This is the thirteenth article in the fourteen-part series ‘Dissertation Writing from Start to Finish’. For the full list of articles click here.
At this point in your dissertation writing journey, you should be nearly there. The words are on the page, the arguments mostly supported by evidence. It’s coming together and your hard work is paying off. Well done!
You aren’t quite there yet though, and this is an important moment. This is your chance to push your diss through the roof in terms of quality. The best dissertations do these two things:
1. Answer the question
This might seem a strange one because you set the question! What I mean is that you need to make sure there is a crystal clear sense of direction through the piece, that you stick to your idea throughout and work it through all the way through to its logical conclusion.
This requires you to be very aware of bits that do not answer the question. Sections, or sentences, which slide off into (interesting but less relevant) tangents can be relegated to the footnotes. Cut the excess and your thesis will come through much more clearly.
The ability to take a little step back from your work and see it for what it is, as a whole, comes with practice. A good basic tip is to read the intro and conclusion and think to yourself “What’s the argument here? Does that fit into the project as a whole?” Then do the same exercise with each paragraph’s opening and closing sentence. If you can, put your diss away for a day or two and come at it with fresh eyes.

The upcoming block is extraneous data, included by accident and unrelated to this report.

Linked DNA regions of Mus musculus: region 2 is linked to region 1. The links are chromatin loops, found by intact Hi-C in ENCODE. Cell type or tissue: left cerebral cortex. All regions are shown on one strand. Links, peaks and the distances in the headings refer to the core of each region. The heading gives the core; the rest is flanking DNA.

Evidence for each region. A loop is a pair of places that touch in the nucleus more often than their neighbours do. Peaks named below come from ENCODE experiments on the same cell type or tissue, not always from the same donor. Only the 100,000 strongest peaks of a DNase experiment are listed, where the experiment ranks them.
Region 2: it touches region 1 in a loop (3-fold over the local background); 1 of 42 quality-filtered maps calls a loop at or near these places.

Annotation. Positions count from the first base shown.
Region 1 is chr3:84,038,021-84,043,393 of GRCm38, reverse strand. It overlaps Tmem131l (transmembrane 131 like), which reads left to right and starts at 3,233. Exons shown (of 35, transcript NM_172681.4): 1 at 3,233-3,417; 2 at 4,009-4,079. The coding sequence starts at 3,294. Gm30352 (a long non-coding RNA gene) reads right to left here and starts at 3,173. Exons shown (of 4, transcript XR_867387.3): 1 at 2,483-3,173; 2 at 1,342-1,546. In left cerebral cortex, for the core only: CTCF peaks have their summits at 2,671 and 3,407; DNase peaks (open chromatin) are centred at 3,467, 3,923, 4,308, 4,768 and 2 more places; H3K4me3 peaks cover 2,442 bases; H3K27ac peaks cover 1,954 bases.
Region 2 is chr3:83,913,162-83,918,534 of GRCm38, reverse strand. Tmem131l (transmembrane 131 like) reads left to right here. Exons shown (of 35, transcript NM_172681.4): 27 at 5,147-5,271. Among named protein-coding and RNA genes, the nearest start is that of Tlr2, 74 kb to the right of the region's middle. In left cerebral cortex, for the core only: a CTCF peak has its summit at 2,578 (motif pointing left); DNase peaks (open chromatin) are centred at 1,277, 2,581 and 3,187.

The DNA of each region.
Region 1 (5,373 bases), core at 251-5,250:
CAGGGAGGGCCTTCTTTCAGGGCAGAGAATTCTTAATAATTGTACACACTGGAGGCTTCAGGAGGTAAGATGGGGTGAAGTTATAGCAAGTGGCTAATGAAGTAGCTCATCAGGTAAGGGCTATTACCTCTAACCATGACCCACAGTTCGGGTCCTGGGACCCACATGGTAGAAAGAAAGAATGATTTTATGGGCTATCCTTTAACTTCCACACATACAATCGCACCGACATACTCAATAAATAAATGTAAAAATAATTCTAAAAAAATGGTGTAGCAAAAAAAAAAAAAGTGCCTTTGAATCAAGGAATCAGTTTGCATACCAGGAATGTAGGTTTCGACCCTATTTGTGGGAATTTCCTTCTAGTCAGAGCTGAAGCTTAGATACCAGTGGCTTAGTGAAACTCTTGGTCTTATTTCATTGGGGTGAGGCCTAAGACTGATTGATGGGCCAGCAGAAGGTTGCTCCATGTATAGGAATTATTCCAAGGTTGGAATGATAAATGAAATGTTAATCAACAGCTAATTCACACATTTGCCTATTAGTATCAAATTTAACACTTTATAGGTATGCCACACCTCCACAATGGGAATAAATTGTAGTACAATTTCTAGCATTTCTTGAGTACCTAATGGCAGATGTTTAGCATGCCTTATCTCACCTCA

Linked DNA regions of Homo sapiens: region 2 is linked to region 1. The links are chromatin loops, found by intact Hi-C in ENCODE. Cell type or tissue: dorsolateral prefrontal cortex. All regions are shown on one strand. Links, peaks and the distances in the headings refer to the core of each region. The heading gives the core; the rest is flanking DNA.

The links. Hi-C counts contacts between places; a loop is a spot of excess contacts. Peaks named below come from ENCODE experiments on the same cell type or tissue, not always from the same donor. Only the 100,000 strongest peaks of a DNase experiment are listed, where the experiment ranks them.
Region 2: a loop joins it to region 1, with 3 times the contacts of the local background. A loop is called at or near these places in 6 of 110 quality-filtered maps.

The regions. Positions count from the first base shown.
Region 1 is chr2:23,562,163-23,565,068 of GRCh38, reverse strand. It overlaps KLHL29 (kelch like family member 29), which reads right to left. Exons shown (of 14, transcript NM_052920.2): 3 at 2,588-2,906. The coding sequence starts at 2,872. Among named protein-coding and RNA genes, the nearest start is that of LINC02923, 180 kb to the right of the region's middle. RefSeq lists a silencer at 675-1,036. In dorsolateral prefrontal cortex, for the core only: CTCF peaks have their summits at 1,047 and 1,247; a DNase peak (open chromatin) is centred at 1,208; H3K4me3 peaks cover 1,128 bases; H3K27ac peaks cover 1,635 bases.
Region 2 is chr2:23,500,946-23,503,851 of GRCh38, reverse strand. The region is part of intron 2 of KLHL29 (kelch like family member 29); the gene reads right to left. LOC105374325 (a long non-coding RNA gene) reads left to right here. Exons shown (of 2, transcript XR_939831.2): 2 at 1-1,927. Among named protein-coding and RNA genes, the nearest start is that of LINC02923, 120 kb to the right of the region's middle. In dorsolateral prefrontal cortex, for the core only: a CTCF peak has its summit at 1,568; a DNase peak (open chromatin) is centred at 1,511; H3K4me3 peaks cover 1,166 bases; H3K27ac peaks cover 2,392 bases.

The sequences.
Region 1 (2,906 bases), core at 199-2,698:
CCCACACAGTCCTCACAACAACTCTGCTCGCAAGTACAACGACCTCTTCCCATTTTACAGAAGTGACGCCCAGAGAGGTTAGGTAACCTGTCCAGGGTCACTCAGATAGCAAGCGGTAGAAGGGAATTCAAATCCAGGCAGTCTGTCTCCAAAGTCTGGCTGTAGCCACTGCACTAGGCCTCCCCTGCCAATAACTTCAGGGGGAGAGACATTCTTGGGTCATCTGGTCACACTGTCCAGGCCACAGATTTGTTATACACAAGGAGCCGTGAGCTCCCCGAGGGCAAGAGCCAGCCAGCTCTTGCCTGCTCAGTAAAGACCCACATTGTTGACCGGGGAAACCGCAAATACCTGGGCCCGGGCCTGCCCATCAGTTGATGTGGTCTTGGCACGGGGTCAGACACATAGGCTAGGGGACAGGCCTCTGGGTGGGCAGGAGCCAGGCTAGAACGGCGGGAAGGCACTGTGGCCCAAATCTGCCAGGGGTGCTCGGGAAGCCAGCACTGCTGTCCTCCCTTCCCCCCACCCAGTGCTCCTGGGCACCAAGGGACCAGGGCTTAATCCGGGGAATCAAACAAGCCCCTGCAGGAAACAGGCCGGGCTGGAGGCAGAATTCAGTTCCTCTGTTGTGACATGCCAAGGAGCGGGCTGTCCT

2. ‘Fizzy’ writing
Academics read, and mark, a lot of dissertations. Some dissertations are interesting and some are boring. The interesting ones stand out, sure, but here’s the secret: being interesting has a lot to do with the style of writing and the formatting.
By answering the question (see point 1) you’re already leading the marker through your project by the hand, pointing out to them all the interesting and clever things you’re saying. Now it’s time to put a bit of flair into the prose!
Think “How would P G Wodehouse phrase this?” Of course it needs to remain formal, but if you can use a metaphor, or an analogy, this will really carry the writing along and make your arguments all the more persuasive. Use the active voice, not the passive. Never say ‘utilised’ where you could have said ‘used’.
You might also want to have words or phrases that resonate throughout your project; go through each section and check that you have dropped them in sufficiently.
For an example of this, you might like to look at the Conclusion to my diss on Ishiguro: page 49 first para. Now I know all the stuff about ‘avalanches’ and ‘multifarious blooming of many flowers’ is a bit poncy. That’s alright. It just can’t be boring. The way that I’ve written this conclusion hopefully draws the reader along a bit with the flow of the argument, leaving the impression of someone well in control of their writing.
That’s all there is to it! You’re so close. The final article in the series is a useful checklist for proofreading and polishing; find it here.